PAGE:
It’s no groundbreaking piece of news to tell you that excess salt in the diet is incredibly bad for your health. Tales of high blood pressure and heart attacks are commonplace, but many believe these complications could only ever affect them in their later years. It’s far too easy to eat what you like now, telling yourself you’ll cut back one day, but the fact is that eating too much salt even during childhood increases blood pressure dramatically, leading onto a whole host of illnesses. Poor diets that have been started when young track straight into adulthood and all the poor health comes along for the ride, as well as plenty when you’re young. Heart attack and stroke risk is greatly increased across all ages, which is why it’s so vital to reducing the amount of salt in diets across all ages in order to reduce the risk of heart disease, avoiding everything else that goes with it.
Right now we’re in the thick of Salt Awareness Week, and whereas there’s a lot of noise on diets found in adults, we want to shine a huge spotlight on the amount of salt in the diets of children. It’s not just heart disease that’s at risk, with new studies showing salt to be affecting multiple parts of the body, including a heightened risk of chronic kidney disease and altering the way the brain works, inducing severe levels of stress, even in kids. Research has found that the general UK population consumes as much as 33% more salt than the national recommended daily amount, this statistic extending to children between the ages of 5 and 17 who with their developing bodies are particularly susceptible to kidney failure.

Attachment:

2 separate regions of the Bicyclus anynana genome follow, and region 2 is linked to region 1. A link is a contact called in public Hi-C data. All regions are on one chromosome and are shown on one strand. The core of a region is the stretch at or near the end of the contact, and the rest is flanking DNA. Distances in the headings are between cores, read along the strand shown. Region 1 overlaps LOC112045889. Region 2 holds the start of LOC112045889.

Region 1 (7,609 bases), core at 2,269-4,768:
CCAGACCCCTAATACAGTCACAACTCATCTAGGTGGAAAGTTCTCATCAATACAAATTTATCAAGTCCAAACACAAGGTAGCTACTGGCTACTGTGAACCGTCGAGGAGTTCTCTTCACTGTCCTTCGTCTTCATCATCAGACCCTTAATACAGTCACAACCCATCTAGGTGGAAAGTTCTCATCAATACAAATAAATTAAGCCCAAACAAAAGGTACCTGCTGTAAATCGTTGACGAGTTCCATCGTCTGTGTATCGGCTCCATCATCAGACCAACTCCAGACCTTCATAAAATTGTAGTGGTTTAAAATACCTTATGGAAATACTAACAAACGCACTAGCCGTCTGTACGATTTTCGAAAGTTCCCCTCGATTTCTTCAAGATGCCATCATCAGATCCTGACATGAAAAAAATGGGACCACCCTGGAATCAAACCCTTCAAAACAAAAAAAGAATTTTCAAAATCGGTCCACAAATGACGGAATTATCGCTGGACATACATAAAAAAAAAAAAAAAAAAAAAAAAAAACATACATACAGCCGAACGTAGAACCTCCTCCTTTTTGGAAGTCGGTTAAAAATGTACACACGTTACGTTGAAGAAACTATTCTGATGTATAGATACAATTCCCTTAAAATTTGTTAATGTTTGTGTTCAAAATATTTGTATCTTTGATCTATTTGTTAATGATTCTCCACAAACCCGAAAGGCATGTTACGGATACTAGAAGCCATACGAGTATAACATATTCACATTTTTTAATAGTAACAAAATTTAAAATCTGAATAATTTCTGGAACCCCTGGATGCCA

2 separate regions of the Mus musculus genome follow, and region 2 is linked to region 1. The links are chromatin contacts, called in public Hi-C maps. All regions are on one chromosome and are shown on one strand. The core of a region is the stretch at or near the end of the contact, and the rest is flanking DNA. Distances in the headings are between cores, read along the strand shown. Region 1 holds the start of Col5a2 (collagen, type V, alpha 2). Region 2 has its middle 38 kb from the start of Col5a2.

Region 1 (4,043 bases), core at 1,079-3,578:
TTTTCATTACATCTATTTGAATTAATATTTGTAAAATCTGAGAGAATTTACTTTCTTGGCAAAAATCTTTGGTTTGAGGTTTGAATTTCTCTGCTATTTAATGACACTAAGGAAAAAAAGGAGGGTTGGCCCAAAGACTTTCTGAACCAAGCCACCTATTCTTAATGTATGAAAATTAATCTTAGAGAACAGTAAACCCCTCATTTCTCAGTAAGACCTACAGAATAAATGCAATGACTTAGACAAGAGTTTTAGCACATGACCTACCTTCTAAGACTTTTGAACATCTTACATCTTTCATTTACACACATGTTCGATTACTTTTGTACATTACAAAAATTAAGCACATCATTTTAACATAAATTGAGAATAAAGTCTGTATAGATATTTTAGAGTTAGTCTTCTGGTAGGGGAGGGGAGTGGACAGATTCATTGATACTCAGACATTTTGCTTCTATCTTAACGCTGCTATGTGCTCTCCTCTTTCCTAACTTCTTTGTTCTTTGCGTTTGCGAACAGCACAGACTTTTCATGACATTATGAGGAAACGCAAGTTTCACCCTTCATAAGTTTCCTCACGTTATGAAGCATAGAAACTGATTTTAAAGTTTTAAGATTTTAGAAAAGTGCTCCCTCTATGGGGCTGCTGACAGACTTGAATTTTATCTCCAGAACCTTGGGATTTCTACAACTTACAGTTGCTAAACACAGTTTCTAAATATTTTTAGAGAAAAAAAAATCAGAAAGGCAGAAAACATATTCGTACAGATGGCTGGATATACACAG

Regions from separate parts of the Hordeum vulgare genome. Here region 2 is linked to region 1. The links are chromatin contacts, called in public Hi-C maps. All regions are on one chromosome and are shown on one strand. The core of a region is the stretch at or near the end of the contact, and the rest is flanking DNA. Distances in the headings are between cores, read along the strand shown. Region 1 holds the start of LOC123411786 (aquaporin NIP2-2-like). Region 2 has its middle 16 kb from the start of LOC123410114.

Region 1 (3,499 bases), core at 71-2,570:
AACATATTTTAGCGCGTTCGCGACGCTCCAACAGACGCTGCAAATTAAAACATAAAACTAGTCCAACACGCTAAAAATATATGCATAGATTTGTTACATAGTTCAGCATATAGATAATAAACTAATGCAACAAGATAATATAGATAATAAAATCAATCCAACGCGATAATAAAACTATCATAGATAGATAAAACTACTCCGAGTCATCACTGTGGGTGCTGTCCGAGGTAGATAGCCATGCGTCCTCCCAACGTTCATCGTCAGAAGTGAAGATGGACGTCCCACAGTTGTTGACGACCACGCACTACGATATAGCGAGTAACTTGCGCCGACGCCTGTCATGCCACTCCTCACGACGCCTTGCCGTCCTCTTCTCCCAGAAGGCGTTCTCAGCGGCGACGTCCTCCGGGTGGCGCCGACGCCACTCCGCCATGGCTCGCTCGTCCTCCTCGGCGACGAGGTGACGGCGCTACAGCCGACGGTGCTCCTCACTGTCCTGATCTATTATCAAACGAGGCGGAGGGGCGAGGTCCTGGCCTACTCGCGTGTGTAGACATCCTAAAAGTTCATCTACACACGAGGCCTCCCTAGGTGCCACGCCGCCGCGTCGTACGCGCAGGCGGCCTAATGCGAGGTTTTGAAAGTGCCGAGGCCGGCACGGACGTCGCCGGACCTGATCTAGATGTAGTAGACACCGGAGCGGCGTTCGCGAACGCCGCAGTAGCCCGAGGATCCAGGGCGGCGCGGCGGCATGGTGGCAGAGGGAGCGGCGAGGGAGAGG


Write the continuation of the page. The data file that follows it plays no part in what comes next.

The problem starts with parents not being best educated to recognise foods high in salt. Between work and looking after their children, parents understandably don’t want to spend a lot of time on cooking, and so often take shortcuts in the way of ready meals, which are generally packed full of the stuff, amongst other nasties. As the kids grow older and are able to prepare their own meals, the trend continues when they’re left at home during school holidays and whilst the parents are at work. An article by the Guardian found that, when left alone, children would on average eat a diet mainly based on crisps and other unhealthy snacks. It’s completely up for debate on the true cause, but many would point fingers to either a lack of education on how to cook for themselves, limited foods to cook from or out and out laziness.
In addition to food at home, dining out can be a leading contributor to a whole lot of salt entering the body. There a whole lot of eyes now on the hospitality industry to make changes to continue the UK’s move towards healthier eating. Children’s menus are very often filled with meals that are easily cooked, but otherwise poor in nutrition, packed with sugars. fats, and extreme amounts of salt to make up for otherwise flavourless food. The government is very much on a mission to phase out the likes of chicken nuggets, burgers and other unhealthy food options, but many more remain. We happen to know that there are many other fun foods out there that are just as easy to cook, be it whilst out or at home, and are just as enticing, tasty and fun for children of all ages.
With new manufacturing techniques making it easier and easier for food companies to open a whole new realm of possibilities when it comes to making convenient food much healthier, there’s no excuse anymore. The products are out there, and as we talked about in last week’s blog post – we are one of them. If your child is old enough to boil a kettle, they can make a Mr Lee’s Noodle. It’s one of the lowest instant noodle in salt in the market, but also packed full of healthful meat and veggies, bursting with nutrition.